While we all enjoy an Elon-esque announcement, perhaps Lloyds might temper their aspirations somewhat; or should they?
There are after all any number of examples outside of plain acquisition where organic expansion has been pursued and achieved over the past 18 months; Tilney Group, Brewin Dolphin, SJP and Aviva have all pursued the strategy and achieved success.
Conceivably, this is scalable and achievable in conjunction with acquisition; perhaps not in the same time frame, but after all, we have only seen the headlines so far and lack a large amount of the ‘meat on the bone’ for its inception.
What remains clear is that the UK faces an impending shortage of advisers to cover an ever-increasing demand for advice. The 2015 pension freedoms and ageing population in need of retirement advice makes for a fantastic growth prospect for many of the UK’s Wealth Managers both large and small, however it feels the sector is getting further and further away from being able to adequately deliver that advice in the numbers needed.
It goes without saying, that based on day-to-day concerns that we encounter from advisers and owners alike, these fall into three key areas; the first and foremost being a growing regulatory burden, the secondary being the regulatory challenges to existing business models and the third being retaining and hiring talented advisers.
The FCA reported in January 2018 that there were nearly 26,000 advisers working in the industry, but with pressures posed by retiring advisers and average age widely reported as being 50+ years, the latest heath report published in January highlighted the peril over the next 5 years as nearly 7,000 advisers exit as a result of planned retirement and regulatory pressures. So, while numbers have begun to pick up albeit at a rather trundling pace, there seems to be no silver bullet for the problem at hand; there is a gap and it continues to grow. We face the very real prospect reported by the Financial Times in January that only 18,000 advisers are expected to still be working in 10 years time.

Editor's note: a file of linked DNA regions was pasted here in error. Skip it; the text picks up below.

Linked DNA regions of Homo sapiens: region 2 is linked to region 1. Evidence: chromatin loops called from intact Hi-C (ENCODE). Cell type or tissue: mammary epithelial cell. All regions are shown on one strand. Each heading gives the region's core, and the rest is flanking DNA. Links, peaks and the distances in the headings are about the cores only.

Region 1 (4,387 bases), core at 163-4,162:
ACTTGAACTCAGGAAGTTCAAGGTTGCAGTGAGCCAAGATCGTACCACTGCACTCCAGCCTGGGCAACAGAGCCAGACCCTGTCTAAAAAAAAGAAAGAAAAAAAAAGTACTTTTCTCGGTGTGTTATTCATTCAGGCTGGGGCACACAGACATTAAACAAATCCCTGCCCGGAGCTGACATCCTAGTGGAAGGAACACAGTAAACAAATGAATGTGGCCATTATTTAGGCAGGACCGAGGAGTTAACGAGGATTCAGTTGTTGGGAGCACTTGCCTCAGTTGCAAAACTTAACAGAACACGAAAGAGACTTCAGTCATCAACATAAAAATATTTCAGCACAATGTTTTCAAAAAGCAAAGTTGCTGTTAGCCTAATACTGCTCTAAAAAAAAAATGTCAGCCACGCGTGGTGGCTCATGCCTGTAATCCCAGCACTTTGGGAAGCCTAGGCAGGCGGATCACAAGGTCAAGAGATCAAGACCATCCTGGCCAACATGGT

While I am sure many may fear that Lloyd's may only contribute to the bottom line of some of the more notable wealth management publications as we watch the headlines role into 2019, is there not a part of all commentators that wishes them success?
Perhaps ‘blue sky thinking’, certainly aspirational, but the looming problem remains; there is simply not enough being done to bridge the advice gap. While SJP continuously earns the enmity of many independent advisers in the market it’s academy had more than 400 graduates joining the firm’s partnership since its establishment in 2012. Should Lloyds achieve its 700 target, I can only hope that whether directly or indirectly it leads to an increase in the number of advisers in the sector. Whether independent, restricted it will be one more than we had yesterday.
If you enjoy James Ward’s 1824 oil paint on wood ‘The Black Horse’, it is currently part of the Tate collection.